Less than a day after my first placement, I was hit with a whopper of a Shabbat. As hinted to in my last post, we started Shabbat in the ER. There was never a doubt in my mind about what to do--obviously, we were there and we were going to do what needed to be done to make sure that Sabrina was healthy, and then we would go to the pharmacy to pick up her meds on the way home, and then we would go home.
But things turned out to be a bit more complicated than that. First there was the light in the bathroom (in the ER) that Sabrina wanted me to turn off and on because she was feeling better and therefore being a normal 4 year old, and I did it because I wasn't even thinking about it being Shabbat. Then there was the question--do I write down the directions that the nurse is giving me or can I get her to write them, and does it matter? Then, when we got to the pharmacy (to which the prescriptions had been called in, and I didn't have copies) and it was closed, trying to decide whether to just drive back this morning or if I should call the clinic and ask if they could call the prescription in to a different pharmacy that was walking distance to my apartment. (Ultimately I decided it was easier just to go back by car; I didn't really want to have to walk to a pharmacy with a little one who is sick and whose interest in walking places I hadn't had a chance yet to assess.)
Meanwhile, I'd left my apartment at 11:25 fully expecting to be back an hour later with a sick kiddo, so none of the lights were as they should be, my alarm wasn't set (not a problem), no food had been cooked (also not a problem, as the main cooking was to be for a potluck on Friday that we obviously didn't go to)... Sabrina was asleep so I carried her in and took the elevator--not climbing three flights of stairs carrying a sleeping 4 year old. Knocked on my next door neighbors' door and they came over to sit with Sabrina while I went back to the car to get our things--necessary? maybe not. But better to do than not, I thought. Then the first thing I did when I got back to the apartment was to turn on the light in the bathroom by Sabrina's room. Again, not necessarily critical, but on the "for the benefit of the sick person" line of thinking, I did it anyway.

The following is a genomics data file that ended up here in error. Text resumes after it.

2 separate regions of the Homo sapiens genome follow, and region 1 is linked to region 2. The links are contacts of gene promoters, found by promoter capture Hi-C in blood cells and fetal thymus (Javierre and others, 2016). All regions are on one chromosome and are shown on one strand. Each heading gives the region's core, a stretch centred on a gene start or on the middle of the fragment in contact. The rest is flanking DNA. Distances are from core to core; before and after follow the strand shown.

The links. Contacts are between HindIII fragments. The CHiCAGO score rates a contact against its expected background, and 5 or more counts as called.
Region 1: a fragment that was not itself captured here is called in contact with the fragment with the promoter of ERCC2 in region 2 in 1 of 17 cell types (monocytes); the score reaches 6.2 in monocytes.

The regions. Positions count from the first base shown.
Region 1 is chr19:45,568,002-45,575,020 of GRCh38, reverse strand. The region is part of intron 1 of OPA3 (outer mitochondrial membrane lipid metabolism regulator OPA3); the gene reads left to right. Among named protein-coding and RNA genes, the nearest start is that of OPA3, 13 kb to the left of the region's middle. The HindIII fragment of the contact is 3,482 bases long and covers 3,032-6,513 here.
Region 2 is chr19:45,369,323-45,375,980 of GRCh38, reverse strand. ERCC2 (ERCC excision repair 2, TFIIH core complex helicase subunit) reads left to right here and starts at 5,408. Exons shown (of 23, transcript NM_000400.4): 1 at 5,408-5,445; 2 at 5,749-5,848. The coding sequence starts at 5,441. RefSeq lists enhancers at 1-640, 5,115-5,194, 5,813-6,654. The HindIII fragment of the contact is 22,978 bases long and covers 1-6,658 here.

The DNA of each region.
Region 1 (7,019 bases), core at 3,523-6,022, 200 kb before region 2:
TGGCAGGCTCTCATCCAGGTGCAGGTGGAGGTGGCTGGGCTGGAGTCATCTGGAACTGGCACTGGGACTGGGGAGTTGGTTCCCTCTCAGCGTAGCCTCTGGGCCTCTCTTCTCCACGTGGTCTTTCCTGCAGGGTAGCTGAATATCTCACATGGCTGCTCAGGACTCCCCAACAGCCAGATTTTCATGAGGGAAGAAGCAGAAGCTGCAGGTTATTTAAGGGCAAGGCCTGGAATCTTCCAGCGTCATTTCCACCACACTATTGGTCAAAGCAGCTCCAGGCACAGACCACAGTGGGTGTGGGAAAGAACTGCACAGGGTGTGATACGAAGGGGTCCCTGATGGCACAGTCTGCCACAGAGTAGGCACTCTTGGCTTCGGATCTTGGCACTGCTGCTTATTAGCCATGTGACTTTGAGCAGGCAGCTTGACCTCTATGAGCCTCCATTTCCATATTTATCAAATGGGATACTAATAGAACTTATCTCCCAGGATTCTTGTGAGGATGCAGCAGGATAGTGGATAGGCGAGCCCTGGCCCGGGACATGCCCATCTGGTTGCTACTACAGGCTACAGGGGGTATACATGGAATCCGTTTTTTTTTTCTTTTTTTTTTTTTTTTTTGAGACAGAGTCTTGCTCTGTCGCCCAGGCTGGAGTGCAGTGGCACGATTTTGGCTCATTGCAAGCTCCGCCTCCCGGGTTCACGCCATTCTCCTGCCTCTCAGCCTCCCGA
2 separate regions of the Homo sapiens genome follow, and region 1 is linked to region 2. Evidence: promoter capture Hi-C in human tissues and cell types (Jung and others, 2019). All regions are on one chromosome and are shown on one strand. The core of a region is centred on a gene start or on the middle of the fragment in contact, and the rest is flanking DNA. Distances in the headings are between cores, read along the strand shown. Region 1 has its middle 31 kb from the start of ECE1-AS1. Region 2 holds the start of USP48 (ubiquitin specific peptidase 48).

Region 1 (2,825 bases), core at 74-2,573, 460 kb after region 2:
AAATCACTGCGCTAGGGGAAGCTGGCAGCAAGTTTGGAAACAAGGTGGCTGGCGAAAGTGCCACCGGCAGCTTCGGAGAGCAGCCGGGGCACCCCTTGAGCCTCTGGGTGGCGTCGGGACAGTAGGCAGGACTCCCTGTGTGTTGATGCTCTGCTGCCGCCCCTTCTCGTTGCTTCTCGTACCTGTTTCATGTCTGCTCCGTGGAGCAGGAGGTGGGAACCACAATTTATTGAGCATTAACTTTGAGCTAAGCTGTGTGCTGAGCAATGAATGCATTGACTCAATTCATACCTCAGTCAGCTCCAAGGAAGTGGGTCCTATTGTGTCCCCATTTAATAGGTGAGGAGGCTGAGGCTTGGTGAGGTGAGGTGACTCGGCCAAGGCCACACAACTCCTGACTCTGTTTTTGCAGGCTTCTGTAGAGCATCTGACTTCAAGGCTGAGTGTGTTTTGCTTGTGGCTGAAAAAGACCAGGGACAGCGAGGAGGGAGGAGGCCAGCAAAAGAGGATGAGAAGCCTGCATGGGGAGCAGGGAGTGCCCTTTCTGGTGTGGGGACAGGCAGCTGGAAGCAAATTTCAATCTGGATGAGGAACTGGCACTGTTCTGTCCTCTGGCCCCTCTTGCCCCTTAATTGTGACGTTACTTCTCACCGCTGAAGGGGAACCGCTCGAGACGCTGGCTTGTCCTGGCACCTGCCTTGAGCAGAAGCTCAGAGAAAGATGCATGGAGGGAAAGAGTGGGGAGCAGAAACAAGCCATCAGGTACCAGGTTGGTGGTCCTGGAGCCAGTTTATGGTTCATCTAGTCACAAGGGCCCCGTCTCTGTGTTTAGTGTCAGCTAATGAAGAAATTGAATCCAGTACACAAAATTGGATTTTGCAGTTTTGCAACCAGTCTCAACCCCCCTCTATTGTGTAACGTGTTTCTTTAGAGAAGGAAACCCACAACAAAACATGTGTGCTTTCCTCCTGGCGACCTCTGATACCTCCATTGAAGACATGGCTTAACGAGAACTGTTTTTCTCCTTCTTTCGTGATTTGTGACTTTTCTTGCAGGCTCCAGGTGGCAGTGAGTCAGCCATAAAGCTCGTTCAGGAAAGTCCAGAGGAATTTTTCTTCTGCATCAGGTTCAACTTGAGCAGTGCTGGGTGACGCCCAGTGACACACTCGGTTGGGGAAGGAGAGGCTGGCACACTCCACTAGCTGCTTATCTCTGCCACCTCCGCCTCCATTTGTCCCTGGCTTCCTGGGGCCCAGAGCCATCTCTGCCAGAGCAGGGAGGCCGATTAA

Then I turned my computer on and sent an email to the social worker. That didn't save anyone's life or even contribute to anyone's health, but it seemed important to do. (And while I had the computer on, I checked the pharmacy's hours.) It was a struggle not to look at the 65 or so emails I had gotten, but I was proud of myself for keeping focused on the two tasks I needed to do and then closing the computer.
Today after we went to the pharmacy, we ended up watching a DVD. Over and over again. Three times. A few times I needed to push the buttons on the remote, but basically she did all of the button pushing, and I just put the DVD in the player. A little weird davening Shabbat musaf* while Elmo is on the TV.
All in all, I'm confident that I made the right decisions throughout the day, though it certainly didn't feel very much like Shabbat. I wouldn't have done most of the things that I did if I had been the one who was sick, but for someone else I was quick to put her needs and her wishes (and the futility of trying to explain Shabbat--in the moment--to a 4 year old who just wanted to watch TV) ahead of my own. But I hope that I don't have to make those decisions again any time soon.
* Daven = pray; musaf = one of the specific sections of prayers that only is said on Shabbat and on holidays.
News Flash: You're ruining your own life.
3 hours ago